Constantinople - Capital of Byzantium.

Johnathan Harris, Hambledon & London, 2007.
Johnathan Harris' "Constantinople Capital of Byzantium" is an excellent introduction to Byzantine history taken from
the perspective of the history of the city of Constantinople as it would have been in the year 1200. Through most of
the book, Harris focuses on how Byzantines living in late twelfth century Constantinople would have seen their own
history, looking back and how this Byzantine vision compares to a modern historical understanding.

The book is divided into ten thematic chapters. The narrative retells the history of the city from its foundation to the
modern day. Chapter themes include 'The City of Wonders', 'Founding Fathers' focusing especially on the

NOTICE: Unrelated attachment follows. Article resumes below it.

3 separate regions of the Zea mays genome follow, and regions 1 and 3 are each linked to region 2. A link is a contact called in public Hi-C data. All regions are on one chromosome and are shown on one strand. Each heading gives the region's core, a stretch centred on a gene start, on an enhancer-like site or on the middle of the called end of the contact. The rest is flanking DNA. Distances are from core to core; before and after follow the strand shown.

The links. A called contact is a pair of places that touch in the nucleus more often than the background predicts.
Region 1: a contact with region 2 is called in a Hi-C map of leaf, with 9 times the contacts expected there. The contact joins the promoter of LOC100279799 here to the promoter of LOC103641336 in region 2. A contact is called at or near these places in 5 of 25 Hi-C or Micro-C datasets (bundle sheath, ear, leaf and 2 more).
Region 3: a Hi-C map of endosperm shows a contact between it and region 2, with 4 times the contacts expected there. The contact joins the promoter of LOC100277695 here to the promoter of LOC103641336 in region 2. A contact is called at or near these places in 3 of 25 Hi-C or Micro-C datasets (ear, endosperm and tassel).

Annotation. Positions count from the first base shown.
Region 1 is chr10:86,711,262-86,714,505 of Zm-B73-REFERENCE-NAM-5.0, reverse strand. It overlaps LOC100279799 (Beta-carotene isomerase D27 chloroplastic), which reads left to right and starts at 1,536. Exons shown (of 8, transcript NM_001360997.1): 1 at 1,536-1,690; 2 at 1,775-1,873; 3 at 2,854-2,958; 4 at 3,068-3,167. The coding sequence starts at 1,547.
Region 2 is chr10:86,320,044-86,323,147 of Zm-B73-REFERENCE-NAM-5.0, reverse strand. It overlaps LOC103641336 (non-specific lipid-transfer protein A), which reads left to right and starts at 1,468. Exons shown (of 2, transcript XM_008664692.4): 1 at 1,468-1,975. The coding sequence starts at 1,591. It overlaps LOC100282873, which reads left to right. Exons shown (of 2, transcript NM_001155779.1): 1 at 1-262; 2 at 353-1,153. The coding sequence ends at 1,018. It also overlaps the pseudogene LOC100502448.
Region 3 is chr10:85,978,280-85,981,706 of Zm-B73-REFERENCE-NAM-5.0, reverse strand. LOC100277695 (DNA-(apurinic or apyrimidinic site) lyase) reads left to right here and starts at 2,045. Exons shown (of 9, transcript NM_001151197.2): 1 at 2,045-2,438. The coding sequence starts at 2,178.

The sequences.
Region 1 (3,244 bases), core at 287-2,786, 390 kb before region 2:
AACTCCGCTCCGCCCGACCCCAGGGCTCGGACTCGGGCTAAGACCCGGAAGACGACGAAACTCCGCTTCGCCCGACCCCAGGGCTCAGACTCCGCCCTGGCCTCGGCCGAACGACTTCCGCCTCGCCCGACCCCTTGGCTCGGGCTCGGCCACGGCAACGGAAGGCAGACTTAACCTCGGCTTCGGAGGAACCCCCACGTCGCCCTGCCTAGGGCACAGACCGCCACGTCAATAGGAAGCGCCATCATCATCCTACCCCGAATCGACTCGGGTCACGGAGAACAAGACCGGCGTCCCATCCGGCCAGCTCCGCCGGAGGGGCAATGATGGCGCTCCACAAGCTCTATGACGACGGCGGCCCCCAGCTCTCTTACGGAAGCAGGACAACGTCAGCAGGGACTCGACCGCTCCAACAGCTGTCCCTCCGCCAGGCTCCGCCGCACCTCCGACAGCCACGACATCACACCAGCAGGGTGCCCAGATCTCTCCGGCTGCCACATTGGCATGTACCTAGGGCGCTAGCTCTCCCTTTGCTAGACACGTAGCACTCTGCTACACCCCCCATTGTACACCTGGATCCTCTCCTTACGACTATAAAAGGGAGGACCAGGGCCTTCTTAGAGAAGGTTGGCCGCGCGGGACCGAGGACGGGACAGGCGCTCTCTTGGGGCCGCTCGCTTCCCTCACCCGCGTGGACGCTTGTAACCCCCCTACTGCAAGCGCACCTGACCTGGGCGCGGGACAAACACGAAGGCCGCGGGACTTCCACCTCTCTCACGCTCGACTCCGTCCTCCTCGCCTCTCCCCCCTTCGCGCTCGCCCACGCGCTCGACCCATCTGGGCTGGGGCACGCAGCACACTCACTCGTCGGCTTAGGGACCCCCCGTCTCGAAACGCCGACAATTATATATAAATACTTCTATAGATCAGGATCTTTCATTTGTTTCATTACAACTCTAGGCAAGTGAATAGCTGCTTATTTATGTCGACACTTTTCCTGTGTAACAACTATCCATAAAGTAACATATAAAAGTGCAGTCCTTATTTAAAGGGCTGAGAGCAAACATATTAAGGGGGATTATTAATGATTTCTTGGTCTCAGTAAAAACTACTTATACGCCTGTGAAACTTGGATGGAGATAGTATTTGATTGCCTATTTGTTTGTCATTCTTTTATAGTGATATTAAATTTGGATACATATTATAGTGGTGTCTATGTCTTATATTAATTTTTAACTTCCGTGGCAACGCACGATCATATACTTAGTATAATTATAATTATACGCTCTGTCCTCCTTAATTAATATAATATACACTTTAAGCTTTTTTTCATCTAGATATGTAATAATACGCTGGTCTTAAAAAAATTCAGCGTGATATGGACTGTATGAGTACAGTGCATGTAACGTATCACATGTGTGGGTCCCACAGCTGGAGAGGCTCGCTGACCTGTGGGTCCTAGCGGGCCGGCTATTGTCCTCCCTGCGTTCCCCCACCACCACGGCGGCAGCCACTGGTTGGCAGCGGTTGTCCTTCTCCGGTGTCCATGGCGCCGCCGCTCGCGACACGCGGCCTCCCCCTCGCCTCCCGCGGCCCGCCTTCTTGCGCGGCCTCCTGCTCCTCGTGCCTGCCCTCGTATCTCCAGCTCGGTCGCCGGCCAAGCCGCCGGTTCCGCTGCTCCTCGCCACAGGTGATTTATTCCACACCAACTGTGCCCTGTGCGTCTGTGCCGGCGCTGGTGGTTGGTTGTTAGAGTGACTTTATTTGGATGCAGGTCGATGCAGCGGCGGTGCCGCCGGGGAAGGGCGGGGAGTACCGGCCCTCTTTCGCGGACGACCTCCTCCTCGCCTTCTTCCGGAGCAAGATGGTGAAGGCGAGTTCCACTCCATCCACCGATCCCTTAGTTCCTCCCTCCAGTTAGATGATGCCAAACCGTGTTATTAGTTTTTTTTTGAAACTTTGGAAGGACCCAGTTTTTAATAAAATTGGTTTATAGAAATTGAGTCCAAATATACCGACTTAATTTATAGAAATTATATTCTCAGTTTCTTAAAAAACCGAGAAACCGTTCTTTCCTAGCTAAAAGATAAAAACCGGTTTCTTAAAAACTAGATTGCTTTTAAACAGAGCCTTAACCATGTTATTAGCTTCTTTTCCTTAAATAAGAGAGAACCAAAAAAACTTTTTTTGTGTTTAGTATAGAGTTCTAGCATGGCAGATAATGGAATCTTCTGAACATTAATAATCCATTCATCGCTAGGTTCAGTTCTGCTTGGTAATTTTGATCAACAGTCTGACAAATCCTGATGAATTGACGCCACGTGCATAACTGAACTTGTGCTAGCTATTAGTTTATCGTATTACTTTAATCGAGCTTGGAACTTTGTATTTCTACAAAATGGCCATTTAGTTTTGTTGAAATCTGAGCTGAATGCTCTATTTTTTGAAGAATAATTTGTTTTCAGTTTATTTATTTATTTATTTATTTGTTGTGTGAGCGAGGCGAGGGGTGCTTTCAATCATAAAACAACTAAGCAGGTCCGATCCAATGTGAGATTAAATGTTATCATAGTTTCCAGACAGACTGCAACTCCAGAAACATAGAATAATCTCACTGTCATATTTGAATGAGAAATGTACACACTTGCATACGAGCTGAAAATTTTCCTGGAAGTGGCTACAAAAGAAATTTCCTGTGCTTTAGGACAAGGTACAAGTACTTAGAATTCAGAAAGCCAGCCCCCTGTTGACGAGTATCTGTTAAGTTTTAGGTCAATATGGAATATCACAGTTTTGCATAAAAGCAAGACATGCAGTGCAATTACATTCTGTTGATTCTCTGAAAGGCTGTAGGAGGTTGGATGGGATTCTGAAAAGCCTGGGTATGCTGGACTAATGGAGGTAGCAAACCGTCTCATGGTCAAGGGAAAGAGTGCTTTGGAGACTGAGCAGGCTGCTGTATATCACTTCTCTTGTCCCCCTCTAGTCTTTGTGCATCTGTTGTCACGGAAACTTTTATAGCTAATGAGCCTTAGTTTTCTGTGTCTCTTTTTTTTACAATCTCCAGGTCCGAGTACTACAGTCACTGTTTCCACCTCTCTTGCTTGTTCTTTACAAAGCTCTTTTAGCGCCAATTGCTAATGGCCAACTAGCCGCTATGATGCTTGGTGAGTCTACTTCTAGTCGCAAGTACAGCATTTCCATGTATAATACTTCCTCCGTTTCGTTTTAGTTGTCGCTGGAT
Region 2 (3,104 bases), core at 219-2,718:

contributions on the emperors Constantine I and Justinian I, 'Defence', 'Palaces and Power', 'Churches and
Monasteries', 'Two Thirds of the Wealth of this World' and 'Democracy' or popular Constantinopolitan life. The last
three chapters serve a long epilogue, discussing the Fourth Crusade and crusader rule of the city, late Byzantine
history and the Ottoman conquest in 1453, and finally a delightful survey of the traces of Byzantine Constantinople
that can be found in contemporary Istanbul.

This book is a enjoyable read and would be of interest both to people well familiar with Byzantine history and as well
as those wanting an a readable introduction to this very rich topic. I gave this book four stars as Harris often adds
cynical comments which detract from the narrative and focuses too much on the stories of scandal and intrigue that
are part of Byzantine history. Nevertheless, a well-researched book and a good read.